MUSEUMS can change lives. But don’t just take our word for it. According to a study by the Smithsonian, museums can boost critical thinking and cultural mobility among frequent visitors.
Asia is not short of museums, some spectacular, others strange. The Themed Entertainment Association (TEA) recently released numbers on the world’s most visited museums, those which recorded the highest numbers in attendance.
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Although the US and Europe expectedly dominated much of the list, Asia’s most visited museum and the world’s second most popular is The National Museum of China in Beijing, clocking in 7.3 million visitors last year.
The museum – in the east of Tiananmen Square – is a treasure trove of cultural relics, artworks, exhibitions, history, art research and public education materials.
At number eight is the Shanghai Science and Technology Museum, which saw just under six million visitors last year. The theatres in the museum are said to be the largest science education cinemas in Asia, with over 10,000 films screened annually.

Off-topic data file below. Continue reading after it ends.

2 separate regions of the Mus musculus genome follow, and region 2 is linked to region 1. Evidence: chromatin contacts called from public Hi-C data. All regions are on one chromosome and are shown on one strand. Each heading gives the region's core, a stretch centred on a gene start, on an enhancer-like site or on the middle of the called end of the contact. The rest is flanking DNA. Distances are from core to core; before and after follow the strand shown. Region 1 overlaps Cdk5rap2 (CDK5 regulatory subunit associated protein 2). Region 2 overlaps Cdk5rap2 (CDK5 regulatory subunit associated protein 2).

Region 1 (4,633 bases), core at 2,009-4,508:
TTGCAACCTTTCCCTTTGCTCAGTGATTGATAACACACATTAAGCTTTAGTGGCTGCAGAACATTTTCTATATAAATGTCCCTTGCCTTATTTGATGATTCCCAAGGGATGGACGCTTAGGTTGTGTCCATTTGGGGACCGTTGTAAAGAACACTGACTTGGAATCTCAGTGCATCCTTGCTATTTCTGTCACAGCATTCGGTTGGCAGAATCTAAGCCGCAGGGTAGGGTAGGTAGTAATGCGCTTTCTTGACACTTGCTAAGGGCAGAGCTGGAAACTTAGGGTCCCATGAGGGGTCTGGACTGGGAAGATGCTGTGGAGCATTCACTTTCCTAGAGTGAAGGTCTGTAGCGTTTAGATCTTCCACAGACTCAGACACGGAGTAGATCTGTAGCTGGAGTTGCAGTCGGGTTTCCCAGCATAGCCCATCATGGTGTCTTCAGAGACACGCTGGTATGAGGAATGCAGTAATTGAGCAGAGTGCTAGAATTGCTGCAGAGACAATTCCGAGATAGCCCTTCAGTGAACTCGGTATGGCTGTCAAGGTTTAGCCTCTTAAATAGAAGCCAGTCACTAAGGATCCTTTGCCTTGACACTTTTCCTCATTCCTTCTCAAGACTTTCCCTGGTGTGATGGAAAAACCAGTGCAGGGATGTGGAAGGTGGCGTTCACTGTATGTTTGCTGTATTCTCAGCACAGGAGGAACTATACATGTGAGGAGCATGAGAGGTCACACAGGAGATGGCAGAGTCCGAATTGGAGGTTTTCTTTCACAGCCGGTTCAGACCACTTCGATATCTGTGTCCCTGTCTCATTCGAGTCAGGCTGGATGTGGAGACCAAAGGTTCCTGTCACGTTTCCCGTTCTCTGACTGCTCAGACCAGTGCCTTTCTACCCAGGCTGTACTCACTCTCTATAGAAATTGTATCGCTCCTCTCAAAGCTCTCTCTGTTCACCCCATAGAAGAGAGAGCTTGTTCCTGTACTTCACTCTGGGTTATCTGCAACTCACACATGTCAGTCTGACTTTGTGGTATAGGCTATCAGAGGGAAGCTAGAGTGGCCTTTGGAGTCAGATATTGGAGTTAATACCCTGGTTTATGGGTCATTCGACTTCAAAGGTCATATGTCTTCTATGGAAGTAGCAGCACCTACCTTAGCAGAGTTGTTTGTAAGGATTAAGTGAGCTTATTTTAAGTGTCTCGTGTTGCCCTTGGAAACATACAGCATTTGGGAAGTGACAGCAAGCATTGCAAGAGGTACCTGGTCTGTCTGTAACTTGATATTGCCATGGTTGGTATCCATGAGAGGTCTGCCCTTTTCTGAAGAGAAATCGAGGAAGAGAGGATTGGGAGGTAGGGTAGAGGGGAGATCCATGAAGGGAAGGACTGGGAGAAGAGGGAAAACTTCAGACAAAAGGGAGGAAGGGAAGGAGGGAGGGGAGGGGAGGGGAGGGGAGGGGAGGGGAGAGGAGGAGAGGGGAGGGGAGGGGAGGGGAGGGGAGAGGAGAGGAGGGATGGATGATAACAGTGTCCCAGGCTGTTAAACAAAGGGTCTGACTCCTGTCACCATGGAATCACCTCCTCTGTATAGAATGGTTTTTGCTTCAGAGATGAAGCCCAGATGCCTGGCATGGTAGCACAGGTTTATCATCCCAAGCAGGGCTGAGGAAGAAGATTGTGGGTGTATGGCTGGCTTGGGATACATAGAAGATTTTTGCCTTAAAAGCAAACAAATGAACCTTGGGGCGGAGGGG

Besides that, the museum is home to interactive exhibits including World of Robots where visitors can witness a robot playing the piano, and the Light of Exploration featuring significant scientific achievements of the 20th century.
Rounding up the top ten is Taiwan’s National Palace Museum that houses nearly 700,000 pieces of ancient Chinese artefacts and artworks that date back to 10,000 years of Chinese history, including prized items from China’s ancient emperors.
Here’s the top ten list of the world’s most visited museums:
- The Louvre, Paris
- The National Museum of China, Beijing
- National Museum of Natural History, Washington D.C.
- National Air and Space Museum, Washington D.C.
- British Museum, London
- Metropolitan Museum of Art, New York
- Vatican Museum, Vatican City
- Shanghai Science and Technology Museum, Shanghai
- National Gallery, London
- National Palace Museum, Taiwan
According to TEA, Asia has seen a rapid growth in museum numbers owing to increasing income levels and a growing middle class, as well as a strong tourism push. It’s expected attendance of general attractions such as parks and museums in Asia may overtake the Americas by 2020.